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Another patriarchy: Feminist men

Farzana Versey (Gender Issues) / 8 March 2011

Feminists are in self-denial. They don’t wish to be associated with a stereotype. Fair enough.

Then, why can’t we add fresh perspective instead of completely negating the terminology? This has provided a foothold for men. Male feminism goes contrary to women’s empowerment    it is an external support system that grants women freedom. In effect, they become patrons. Rather than being women on our terms, this liberal male gaze seeks to envision an androgynous harem where men can be softened and women hardened.

Every new International Woman’s Day brings a fresh spurt of men who believe in feminism and women who don’t want to be tied down to it. One may attribute it at the superficial level to product placement where men may use creams and women leather, which in turn is about men’s freedom from tough work and women’s to enter the stable, so to speak.

This is at best simulation and at worst a cunning caricaturisation. By entering feminist territory there is every possibility of men distorting it to suit a male pattern of thinking. This is not the equivalent of women entering male professions; it is hitting at the core of a movement. It might seem like feminist insecurity, but the idea behind feminism is not to get men to pat our backs or fluff the pillow beneath our heads. We are not looking for ‘pseudo women’.

Yet, despite the airbrushing in glossies, serious issues continue to hold on to set ideas. Women activists who intervene in domestic issues are termed cantankerous whereas men out to fight for similar causes become good Samaritans, even if they are the victimisers. Imagine a bunch of men discussing about how they can give dignity to women after having indulged in wife-battering. 

What such groups are saying is that they are helpless before this awful virus that has deposited itself in their system, which is debasing women. Such projects can be detrimental. Inviting former abusers to share their experiences could very well amount to vicarious satisfaction for the audience by this form of catharsis. The male order is so designed that it thrives on exhibitionism and rationalisation, and a weird sort of male bonding where an honest tormenter is not recognised as an oppressor but someone to be admired, however grudgingly.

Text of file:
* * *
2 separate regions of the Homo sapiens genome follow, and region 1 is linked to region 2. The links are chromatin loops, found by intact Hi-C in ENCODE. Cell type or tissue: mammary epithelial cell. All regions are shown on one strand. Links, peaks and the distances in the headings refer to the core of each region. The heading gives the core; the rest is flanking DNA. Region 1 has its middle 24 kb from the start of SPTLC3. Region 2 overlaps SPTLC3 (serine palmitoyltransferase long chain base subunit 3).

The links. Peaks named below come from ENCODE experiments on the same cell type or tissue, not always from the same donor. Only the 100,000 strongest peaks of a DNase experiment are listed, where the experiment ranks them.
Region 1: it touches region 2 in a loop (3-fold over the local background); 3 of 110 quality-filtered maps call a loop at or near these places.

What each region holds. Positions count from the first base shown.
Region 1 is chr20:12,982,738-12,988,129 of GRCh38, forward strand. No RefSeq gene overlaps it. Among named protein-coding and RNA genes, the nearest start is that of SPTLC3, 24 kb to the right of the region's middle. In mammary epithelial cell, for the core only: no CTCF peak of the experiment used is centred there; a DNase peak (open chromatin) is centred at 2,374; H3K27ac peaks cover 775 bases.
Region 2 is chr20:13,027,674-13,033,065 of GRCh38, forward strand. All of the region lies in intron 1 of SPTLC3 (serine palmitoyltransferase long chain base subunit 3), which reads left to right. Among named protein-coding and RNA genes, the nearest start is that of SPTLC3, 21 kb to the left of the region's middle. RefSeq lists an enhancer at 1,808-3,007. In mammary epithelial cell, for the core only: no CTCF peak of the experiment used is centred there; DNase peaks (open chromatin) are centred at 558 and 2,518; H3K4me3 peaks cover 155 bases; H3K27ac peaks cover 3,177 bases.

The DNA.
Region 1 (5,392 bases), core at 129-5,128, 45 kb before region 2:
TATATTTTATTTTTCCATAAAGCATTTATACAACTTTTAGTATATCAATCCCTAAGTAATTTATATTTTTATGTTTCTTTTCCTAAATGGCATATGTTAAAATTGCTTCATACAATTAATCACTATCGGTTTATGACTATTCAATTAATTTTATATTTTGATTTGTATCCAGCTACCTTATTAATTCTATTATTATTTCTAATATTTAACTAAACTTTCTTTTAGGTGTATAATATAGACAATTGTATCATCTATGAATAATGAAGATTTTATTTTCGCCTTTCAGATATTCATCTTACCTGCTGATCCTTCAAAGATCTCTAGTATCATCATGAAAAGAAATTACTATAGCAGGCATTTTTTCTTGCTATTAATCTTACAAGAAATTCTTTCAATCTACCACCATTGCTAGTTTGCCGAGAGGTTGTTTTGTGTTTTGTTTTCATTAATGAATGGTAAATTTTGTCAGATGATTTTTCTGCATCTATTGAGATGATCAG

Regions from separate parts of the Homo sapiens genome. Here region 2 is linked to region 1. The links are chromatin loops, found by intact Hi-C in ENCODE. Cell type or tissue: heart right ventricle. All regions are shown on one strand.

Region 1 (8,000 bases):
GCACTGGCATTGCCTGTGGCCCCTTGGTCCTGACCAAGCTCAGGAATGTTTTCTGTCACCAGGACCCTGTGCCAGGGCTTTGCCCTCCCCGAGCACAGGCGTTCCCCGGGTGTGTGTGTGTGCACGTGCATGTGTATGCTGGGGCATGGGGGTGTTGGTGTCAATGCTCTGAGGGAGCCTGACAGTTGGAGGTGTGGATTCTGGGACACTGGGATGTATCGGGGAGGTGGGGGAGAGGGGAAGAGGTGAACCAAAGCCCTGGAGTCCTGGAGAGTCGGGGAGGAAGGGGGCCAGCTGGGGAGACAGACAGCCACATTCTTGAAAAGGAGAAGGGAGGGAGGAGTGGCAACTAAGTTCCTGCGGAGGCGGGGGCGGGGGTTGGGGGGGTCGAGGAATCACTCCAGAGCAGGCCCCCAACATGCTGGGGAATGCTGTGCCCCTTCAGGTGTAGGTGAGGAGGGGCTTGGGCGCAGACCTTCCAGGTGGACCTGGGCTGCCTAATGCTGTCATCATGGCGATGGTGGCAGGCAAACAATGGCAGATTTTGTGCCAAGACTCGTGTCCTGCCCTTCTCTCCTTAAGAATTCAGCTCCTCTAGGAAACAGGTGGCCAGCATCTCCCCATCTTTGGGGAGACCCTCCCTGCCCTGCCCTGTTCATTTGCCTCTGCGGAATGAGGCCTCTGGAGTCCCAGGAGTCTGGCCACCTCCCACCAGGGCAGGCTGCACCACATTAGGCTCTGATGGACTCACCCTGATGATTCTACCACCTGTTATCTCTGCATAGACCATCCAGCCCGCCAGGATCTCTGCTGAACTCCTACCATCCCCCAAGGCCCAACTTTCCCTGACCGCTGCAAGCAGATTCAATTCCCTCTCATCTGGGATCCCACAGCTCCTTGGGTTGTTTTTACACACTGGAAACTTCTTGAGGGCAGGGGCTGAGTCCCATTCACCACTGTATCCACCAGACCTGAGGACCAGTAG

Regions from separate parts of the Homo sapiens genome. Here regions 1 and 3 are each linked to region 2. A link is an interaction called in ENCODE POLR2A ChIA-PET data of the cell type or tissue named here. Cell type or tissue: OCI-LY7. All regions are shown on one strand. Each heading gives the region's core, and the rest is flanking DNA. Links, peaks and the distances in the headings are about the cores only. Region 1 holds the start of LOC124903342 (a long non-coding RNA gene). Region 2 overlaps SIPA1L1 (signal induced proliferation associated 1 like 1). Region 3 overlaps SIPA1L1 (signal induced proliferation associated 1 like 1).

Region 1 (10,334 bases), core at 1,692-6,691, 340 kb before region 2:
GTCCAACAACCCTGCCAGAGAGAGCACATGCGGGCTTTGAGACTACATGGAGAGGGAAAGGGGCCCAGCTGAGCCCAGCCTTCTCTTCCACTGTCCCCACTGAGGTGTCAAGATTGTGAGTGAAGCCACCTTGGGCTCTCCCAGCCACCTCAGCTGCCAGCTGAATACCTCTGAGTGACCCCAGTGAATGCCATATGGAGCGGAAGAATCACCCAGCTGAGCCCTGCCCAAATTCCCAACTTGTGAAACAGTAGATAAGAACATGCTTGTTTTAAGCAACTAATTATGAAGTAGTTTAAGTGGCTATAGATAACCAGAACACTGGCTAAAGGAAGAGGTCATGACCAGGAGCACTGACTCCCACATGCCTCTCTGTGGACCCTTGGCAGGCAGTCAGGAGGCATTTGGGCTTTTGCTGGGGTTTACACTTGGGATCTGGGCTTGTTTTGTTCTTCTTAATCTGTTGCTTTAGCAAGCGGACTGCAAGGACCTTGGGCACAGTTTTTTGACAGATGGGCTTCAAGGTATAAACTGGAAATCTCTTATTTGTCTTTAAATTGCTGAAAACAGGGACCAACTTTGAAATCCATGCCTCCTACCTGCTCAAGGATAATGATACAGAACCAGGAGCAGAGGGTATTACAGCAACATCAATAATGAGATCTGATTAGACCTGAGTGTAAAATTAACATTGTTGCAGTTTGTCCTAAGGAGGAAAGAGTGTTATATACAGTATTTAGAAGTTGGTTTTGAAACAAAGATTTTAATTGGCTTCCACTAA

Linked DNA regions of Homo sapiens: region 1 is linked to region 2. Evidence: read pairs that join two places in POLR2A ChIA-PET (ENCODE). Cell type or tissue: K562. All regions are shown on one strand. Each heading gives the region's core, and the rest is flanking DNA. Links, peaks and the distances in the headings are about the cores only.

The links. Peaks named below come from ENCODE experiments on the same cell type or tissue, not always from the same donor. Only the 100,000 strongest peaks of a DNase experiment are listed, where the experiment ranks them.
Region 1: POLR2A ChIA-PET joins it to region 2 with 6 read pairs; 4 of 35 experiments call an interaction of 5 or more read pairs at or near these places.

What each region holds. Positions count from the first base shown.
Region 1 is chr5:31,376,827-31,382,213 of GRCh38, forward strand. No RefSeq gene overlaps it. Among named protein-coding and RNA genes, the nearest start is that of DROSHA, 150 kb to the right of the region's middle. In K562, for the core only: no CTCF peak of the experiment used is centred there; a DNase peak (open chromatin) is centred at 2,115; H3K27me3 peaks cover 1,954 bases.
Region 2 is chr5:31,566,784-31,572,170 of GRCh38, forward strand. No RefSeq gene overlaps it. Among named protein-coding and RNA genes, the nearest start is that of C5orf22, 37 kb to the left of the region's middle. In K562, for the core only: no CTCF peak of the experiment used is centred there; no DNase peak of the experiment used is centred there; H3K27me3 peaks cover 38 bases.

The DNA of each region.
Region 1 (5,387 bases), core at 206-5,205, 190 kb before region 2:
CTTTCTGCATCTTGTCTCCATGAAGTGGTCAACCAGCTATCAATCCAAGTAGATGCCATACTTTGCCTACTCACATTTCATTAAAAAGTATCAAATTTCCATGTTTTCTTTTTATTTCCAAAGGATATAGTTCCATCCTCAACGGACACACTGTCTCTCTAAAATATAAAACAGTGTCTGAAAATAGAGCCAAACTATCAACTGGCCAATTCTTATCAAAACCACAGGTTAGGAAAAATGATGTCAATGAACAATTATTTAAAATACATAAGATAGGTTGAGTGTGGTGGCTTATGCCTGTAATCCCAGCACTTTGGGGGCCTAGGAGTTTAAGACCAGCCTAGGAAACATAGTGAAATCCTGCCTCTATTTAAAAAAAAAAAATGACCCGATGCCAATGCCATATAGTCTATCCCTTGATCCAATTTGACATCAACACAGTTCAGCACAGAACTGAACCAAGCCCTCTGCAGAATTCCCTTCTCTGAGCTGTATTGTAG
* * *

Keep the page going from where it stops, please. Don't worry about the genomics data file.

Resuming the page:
The causes of domestic violence are pretty clear: Patriarchal stereotypes, male insecurity, male ego, male frustration, male fear over female sexuality. Marilyn French in a very perceptive study concluded that while all females are women not all males are men; the underlying note is always about how to learn to be a man.

As the male perspective refuses to accept these subliminal realities it needs to find someone to blame and who better than women    whether it is jokes on the female anatomy, the patronage of prostitutes or the role of the wife as chattel or social hanger-on?  Blaming women often reaches absurd heights. It was said during Richard Nixon’s presidency that a member of his cabinet attributed the energy crisis to women because of their use of household appliances. Ronald Reagan blamed the high unemployment rate on working wives.

Violence against women is often explained in the same ‘inspirational’ tone. There will, therefore, be a tendency to expect women to tame the brutes just as they have been taming the shrews.

These organisations seem to have a clear directive. As one of them believes, “Domestic violence not only tortures women but emotionally scares children as well and at a larger level affects society as a whole.” This is a typical benign tyrannical response where women’s welfare is secondary    you spare the rod against the female to save the child and heir.

Equality is a non-sequiter. It is only if men are willing to understand feminine values will they be able to deal with the issue of domestic violence as a disease. How can a group of men sitting in a room discuss the oppressive behaviour against their spouses and solve the problem of disparity in status? Are they comfortable with women’s economic and political rights and their realisation?

As regards feminism as an ideology, it would be better if they left it alone. Today when they have no choice but to accept its existence, they are willing to join the bandwagon. Some analysts have gone to the extent of saying that it liberates men from the pink versus blue syndrome or from holding back their tears. Seriously, since they were the power centres, they could have swapped colours and colonised the lachrymose glands. A few attempts have been made to glorify men in nurturing and prettifying professions, though again the object remains women. It’s a bit late in the day for the benefactors in the garb of diamond merchants and beauty product sellers to tell us about self-esteem. We found it when we became the glass ceiling. If feminism is indebted to anyone, then it is women. 

Farzana Versey is a Mumbai-based writer

 
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